Assessment and Monitoring Tumor Vascularity With Contrast-Enhanced Ultrasound Maximum Intensity Persistence Imaging

Marybeth A Pysz, Kira Foygel, Cedric M Panje, Andrew Needles, Lu Tian
Investigative Radiology2011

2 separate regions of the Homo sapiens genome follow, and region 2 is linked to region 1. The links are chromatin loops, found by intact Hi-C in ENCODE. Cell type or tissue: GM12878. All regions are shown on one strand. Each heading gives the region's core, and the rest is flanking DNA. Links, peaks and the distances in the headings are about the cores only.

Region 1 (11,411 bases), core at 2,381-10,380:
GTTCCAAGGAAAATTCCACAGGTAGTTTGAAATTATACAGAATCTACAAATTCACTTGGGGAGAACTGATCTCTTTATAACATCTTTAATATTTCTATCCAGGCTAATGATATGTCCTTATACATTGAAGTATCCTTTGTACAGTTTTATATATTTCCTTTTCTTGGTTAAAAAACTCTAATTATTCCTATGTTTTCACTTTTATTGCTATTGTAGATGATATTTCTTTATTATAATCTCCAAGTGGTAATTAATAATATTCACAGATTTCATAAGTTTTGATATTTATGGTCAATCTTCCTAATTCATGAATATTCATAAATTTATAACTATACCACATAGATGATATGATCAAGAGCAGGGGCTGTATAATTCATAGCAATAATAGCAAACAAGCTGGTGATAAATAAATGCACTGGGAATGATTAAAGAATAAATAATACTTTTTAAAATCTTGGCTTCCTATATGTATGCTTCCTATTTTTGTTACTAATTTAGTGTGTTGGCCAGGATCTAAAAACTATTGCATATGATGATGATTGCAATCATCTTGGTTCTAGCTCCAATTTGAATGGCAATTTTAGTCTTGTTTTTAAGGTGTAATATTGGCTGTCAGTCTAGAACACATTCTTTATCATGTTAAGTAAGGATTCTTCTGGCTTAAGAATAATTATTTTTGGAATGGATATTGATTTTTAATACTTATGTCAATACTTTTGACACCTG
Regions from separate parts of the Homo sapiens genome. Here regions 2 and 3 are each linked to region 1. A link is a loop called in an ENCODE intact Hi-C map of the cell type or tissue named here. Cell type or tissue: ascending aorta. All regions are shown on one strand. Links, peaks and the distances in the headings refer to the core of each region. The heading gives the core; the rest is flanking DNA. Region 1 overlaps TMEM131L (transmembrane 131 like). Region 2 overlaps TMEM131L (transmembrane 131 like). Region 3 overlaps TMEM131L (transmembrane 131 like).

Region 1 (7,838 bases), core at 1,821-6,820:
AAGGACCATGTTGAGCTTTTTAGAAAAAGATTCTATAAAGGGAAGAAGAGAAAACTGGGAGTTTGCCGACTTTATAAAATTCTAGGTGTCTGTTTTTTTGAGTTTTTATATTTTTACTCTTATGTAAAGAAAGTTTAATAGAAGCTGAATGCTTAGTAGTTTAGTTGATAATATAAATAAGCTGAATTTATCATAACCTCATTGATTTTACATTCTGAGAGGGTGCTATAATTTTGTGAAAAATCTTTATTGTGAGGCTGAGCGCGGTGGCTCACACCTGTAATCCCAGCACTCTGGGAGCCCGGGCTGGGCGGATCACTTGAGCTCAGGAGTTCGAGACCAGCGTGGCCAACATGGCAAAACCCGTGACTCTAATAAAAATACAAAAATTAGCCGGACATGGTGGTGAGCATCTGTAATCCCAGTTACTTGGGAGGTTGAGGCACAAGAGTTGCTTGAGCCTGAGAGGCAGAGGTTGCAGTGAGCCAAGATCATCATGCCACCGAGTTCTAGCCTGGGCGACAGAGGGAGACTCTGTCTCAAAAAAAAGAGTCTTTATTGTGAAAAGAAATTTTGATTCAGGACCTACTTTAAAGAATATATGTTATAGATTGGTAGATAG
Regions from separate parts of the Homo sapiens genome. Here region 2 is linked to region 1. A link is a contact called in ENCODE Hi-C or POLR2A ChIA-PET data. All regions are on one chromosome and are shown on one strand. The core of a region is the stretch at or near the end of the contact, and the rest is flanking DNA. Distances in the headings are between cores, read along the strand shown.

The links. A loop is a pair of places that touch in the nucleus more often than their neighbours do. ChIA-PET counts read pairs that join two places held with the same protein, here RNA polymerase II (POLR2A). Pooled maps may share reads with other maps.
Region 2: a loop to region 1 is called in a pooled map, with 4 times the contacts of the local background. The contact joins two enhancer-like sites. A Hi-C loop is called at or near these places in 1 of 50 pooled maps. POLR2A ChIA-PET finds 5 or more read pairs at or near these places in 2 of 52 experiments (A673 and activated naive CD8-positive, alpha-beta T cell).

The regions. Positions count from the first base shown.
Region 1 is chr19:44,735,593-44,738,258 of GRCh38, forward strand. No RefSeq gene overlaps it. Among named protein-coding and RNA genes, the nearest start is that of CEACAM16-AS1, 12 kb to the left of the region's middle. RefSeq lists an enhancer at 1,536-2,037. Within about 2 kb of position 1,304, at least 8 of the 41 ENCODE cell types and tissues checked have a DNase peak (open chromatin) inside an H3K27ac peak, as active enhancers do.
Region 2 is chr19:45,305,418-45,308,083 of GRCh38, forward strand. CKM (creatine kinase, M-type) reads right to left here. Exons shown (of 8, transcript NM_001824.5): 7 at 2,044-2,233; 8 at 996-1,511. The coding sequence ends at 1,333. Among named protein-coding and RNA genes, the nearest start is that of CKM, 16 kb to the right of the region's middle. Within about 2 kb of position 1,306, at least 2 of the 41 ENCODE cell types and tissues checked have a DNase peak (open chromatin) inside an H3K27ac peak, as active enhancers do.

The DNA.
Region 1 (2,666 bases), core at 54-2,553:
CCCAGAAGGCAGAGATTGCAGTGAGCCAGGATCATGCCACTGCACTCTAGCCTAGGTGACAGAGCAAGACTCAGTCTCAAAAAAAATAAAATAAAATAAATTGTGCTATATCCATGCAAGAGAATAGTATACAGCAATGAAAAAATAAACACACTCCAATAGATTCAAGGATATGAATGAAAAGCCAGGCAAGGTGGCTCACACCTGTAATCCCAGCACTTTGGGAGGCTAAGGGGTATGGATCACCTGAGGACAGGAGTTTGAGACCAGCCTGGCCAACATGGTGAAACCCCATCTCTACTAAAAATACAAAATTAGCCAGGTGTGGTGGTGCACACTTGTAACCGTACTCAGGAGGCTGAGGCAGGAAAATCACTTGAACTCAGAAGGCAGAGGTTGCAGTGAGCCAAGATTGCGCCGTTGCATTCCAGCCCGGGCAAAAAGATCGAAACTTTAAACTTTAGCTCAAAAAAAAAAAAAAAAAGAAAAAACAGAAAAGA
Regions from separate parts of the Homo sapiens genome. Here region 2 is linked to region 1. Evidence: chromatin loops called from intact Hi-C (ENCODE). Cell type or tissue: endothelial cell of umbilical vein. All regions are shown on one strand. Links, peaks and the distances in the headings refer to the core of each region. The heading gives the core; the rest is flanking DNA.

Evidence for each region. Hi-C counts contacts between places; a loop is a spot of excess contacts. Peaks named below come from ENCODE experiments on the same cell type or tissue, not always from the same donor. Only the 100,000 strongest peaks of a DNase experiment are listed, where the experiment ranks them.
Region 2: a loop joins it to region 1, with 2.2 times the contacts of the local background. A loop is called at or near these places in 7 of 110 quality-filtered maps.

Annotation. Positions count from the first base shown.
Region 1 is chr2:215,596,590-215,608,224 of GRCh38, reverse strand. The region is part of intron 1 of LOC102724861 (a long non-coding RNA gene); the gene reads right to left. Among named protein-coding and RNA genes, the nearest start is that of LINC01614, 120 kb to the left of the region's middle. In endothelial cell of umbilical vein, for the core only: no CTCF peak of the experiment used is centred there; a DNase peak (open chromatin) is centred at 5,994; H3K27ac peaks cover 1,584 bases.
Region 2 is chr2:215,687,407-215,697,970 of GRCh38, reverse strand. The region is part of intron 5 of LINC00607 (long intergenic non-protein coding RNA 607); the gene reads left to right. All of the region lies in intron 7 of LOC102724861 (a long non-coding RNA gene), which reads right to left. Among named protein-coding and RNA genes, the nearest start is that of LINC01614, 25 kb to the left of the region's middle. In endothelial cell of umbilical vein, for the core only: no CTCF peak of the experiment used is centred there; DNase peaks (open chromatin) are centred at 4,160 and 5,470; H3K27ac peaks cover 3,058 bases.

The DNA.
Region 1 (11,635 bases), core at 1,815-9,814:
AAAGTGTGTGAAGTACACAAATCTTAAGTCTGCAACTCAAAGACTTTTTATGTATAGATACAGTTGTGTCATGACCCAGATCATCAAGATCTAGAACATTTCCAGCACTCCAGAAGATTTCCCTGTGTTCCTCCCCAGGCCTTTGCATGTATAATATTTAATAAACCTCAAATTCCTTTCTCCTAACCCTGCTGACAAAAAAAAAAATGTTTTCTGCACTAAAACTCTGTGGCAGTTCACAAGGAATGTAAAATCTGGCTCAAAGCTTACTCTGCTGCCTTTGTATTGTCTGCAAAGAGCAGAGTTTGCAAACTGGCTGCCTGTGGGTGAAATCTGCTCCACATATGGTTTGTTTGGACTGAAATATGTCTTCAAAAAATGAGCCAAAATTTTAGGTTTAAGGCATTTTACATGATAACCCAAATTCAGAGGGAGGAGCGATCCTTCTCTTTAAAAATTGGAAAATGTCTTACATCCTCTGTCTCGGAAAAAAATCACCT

Objectives: Contrast-enhanced ultrasound imaging is increasingly being used in the clinic for assessment of tissue vascularity. The purpose of our study was to evaluate the effect of different contrast administration param- eters on the in vivo ultrasound imaging signal in tumor-bearing mice using a maximum intensity persistence (MIP) algorithm and to evaluate the reliability of in vivo MIP imaging in assessing tumor vascularity. The potential of in vivo MIP imaging for monitoring tumor vascularity during antiangiogenic cancer treatment was further evaluated. Materials and Methods: In intraindividual experiments, varying contrast microbubble concentrations (5?105,5?106,5?107,5?108 microbubbles in 100 ? L saline) and contrast injection rates (0.6, 1.2, and 2.4 mL/min) in subcutaneous tumor-bearing mice were applied and their effects on in vivo contrast-enhanced ultrasound MIP imaging plateau values were obtained using a dedicated small animal ultrasound imaging system (40 MHz). Reliability of MIP ultrasound imaging was tested following 2 injections of the same micro- bubble concentration (5?107 microbubbles at 1.2 mL/min) in the same tumors. In mice with subcutaneous human colon cancer xenografts, longitudinal con- trast-enhanced ultrasound MIP imaging plateau values (baseline and at 48 hours) were compared between mice with and without antiangiogenic treatment (anti- vascular endothelial growth factor antibody). Ex vivo CD31 immunostaining of tumor tissue was used to correlate in vivo MIP imaging plateau values with microvessel density analysis. Results: In vivo MIP imaging plateau values correlated significantly (P ? 0.001) with contrast microbubble doses. At 3 different injection rates of 0.6, 1.2, and 2.4 mL/min, MIP imaging plateau values did not change signifi- cantly (P ? 0.61). Following 2 injections with the same microbubble dose and injection rate, MIP imaging plateau values were obtained with high reliability with an intraclass correlation coefficient of 0.82 (95% confidence interval: 0.64, 0.94). In addition, in vivo MIP imaging plateau values significantly correlated (P ? 0.01; R2 ? 0.77) with ex vivo microvessel density analysis. Tumor volumes in treated and nontreated mice did not change significantly (P ? 0.22) within 48 hours. In contrast, the change of in vivo MIP imaging plateau values from baseline to 48 hours was signifi- cantly different (P ? 0.01) in treated versus nontreated mice. Conclusions: Contrast-enhanced ultrasound MIP imaging allows reliable assessment of tumor vascularity and monitoring of antiangiogenic cancer therapy in vivo, provided that a constant microbubble dose is administered.

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